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Three things in Taiwan that surprise Chinese tourists: Forbes

The things that stand out to Chinese tourists visiting Taiwan: courtesy, low living costs, and less modern buildings

Chinese tourists take a quick photo shoot of Taiwan's Honor Guards during a rehearsal in front of Chiang Kai-shek Memorial Hall.

Chinese tourists take a quick photo shoot of Taiwan's Honor Guards during a rehearsal in front of Chiang Kai-shek Memorial Hall. (CNA photo)

Taipei (Taiwan News)—Ideological differences between communist China and the Taiwanese government resulted in a 38-year travel ban on visits the other side of the strait that was not lifted till 1987.

Travel remained restricted, though, even after the ban was lifted.

It was not until the two sides' deepened economic ties in 2008 that Taiwan embraced open tourism for Chinese visitors, and saw 3.4 million Chinese tourists visiting the island in 2015,.

Despite declining group tourism caused by political tension between Taipei and Beijing in May, individual travelers continue to flock Taiwan out of curiosity sparked by the folk song The Girl of Ali Mountain about the scenic spot in central Taiwan, and tales of national treasure collections in The National Palace Museum in Taipei.

Here is a summary of what Chinese tourists think about Taiwan, according to a Forbes report:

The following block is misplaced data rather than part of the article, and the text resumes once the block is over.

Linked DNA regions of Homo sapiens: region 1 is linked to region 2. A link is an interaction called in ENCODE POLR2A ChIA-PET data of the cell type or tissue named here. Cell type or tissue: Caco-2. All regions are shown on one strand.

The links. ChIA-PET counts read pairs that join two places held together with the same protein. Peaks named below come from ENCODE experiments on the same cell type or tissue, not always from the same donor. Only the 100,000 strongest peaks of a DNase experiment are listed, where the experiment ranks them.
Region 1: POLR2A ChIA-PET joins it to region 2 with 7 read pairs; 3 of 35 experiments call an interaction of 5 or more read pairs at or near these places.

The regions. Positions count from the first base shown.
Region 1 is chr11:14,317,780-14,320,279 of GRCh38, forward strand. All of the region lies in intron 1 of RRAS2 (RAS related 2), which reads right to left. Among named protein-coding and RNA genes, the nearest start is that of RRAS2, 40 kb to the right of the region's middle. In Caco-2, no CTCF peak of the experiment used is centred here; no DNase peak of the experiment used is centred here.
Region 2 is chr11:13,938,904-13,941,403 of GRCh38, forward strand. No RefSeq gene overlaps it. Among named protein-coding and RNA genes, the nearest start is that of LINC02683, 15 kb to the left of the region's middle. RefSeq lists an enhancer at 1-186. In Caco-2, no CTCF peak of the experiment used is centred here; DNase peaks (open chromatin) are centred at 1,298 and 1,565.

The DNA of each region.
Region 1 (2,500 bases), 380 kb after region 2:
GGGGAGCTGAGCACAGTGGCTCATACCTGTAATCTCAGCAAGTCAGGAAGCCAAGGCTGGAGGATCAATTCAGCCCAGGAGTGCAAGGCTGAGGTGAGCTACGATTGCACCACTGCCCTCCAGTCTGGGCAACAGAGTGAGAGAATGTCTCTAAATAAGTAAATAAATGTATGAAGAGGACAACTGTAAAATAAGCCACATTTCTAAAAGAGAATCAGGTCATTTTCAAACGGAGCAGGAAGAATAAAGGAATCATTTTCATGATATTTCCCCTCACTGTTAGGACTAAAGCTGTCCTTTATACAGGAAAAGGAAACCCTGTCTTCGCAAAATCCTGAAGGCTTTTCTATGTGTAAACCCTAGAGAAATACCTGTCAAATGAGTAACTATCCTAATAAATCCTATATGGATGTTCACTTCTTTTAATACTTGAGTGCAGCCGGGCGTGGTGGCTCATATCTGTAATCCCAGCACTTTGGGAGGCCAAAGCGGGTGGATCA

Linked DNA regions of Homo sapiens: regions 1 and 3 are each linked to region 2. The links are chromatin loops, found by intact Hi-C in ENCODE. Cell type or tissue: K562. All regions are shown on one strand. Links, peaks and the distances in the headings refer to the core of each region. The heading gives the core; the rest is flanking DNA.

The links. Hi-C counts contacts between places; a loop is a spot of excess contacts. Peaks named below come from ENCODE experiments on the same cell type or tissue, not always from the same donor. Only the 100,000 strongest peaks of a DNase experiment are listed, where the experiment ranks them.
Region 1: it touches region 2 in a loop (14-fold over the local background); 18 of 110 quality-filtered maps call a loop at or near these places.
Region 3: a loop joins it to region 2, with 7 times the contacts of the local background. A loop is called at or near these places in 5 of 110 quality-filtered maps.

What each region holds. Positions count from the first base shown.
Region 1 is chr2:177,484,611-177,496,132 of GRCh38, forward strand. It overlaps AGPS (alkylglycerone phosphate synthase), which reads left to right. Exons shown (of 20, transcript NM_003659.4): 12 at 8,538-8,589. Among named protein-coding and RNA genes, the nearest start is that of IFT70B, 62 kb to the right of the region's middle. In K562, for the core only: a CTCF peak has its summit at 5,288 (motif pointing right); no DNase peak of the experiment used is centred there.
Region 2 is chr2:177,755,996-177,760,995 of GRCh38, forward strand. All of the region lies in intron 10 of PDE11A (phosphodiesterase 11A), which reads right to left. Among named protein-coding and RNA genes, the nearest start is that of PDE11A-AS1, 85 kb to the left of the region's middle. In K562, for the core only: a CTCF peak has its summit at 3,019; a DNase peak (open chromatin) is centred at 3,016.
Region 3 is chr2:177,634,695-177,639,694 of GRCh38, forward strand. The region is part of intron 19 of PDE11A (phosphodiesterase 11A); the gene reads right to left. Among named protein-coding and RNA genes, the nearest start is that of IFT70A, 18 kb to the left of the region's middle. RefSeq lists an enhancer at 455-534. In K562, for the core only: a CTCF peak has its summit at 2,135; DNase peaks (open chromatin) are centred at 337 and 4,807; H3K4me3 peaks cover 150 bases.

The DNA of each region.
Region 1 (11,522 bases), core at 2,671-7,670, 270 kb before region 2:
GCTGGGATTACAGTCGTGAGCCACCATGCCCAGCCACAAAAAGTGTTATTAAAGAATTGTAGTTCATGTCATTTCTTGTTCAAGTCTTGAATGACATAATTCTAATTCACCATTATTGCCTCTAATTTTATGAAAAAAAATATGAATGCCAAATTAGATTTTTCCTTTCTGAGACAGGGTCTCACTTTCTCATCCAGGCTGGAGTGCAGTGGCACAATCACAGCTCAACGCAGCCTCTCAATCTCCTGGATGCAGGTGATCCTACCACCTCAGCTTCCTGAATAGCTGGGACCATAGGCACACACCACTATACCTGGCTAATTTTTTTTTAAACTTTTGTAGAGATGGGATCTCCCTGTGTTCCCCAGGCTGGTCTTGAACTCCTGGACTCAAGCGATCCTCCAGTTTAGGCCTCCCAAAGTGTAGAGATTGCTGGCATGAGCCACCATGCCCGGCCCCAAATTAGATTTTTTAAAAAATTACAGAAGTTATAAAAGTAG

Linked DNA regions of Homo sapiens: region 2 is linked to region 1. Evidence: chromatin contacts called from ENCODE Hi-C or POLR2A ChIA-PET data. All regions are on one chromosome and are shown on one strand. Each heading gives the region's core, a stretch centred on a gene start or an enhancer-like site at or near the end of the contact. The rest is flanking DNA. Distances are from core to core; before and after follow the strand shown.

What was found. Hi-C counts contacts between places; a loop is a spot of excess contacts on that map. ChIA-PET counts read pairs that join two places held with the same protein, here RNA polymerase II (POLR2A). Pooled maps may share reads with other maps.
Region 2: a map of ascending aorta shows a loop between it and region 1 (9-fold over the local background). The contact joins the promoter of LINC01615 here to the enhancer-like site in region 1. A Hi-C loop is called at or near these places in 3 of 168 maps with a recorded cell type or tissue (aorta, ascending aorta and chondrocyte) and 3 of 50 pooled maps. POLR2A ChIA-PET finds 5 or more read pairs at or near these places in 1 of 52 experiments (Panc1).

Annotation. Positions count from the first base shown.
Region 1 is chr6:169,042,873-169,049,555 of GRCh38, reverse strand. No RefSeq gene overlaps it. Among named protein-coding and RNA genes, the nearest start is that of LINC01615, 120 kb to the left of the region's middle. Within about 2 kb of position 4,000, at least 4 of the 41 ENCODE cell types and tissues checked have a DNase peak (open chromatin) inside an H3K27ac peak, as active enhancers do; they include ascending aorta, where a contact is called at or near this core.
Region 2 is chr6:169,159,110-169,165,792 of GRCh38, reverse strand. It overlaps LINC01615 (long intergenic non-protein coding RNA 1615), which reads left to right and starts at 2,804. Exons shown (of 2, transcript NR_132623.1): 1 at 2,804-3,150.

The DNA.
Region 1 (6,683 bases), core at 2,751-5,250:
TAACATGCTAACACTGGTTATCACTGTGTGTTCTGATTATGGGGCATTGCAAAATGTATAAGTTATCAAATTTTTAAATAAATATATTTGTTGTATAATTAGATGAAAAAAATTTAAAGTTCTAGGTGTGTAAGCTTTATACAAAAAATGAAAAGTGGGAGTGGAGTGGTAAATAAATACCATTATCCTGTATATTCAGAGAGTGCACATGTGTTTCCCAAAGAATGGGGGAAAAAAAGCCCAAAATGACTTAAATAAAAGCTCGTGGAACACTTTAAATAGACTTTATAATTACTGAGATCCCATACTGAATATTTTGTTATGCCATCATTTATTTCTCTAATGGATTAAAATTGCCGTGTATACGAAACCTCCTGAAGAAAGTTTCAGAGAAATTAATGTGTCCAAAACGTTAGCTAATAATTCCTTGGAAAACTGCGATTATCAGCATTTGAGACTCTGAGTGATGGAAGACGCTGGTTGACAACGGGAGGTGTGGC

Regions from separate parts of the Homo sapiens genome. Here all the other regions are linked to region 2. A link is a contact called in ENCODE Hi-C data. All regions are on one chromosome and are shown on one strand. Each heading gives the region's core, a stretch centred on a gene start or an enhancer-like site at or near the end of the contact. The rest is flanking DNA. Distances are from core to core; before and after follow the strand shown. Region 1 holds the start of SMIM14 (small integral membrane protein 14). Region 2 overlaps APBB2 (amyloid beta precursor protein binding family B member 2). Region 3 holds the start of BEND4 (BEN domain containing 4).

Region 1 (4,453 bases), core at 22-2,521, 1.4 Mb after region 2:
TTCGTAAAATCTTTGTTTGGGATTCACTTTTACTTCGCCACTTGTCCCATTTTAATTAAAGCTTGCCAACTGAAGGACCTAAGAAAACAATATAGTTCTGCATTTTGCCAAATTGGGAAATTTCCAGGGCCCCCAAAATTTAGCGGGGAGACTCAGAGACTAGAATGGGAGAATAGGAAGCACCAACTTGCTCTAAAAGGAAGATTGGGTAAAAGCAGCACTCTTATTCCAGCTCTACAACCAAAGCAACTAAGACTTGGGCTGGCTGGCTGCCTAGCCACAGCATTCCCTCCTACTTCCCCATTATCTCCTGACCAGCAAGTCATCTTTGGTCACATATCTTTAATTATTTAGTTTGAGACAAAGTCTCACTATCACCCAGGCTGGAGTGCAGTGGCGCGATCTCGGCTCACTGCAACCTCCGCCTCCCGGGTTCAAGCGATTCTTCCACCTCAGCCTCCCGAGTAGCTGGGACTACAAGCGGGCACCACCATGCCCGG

1. People are extremely courteous

Chinese tourists report Taiwanese pedestrians usually will kindly stop in their tracks to offer directions and shopkeepers respond professionally to inquiries. This treatment contrasts with annoying number of strangers who are surly or vague when interrupted by a question in China. The level courtesy found in Taiwan generates a feeling of appreciation of the location and reminder to ethnic Chinese of exhibiting politeness.

2. Not as modern

Taiwan began industrialization and modernization some three decades earlier than China, so tourists expect to bedazzled by opulence here, especially in Taipei. Taiwan did not invest the wealth in architecture, so the cities are full of decaying apartment blocks. A traveler from Shanghai commented after a trip in 2016: “I used to think Taipei was more modern than Shanghai, but I've found out it is not, because the housing is not as good.”

3. Living costs are cheaper

Taiwan's inflation is less than those afflicting consumers residing in large Chinese cities. Luxury brands and sit-down dinners cost more in China, for example. Consumer prices in China climbed up 1.4 percent in 2015, but were down 0.3 percent in Taiwan. Taiwan is a good bargain, which explains the glut of self-guided tourists from China that voluntarily go shopping in Taipei. Some tourists speculate that the prices reflect Taiwan's overall waning economy.

Updated : 2021-04-23 08:12 GMT+08:00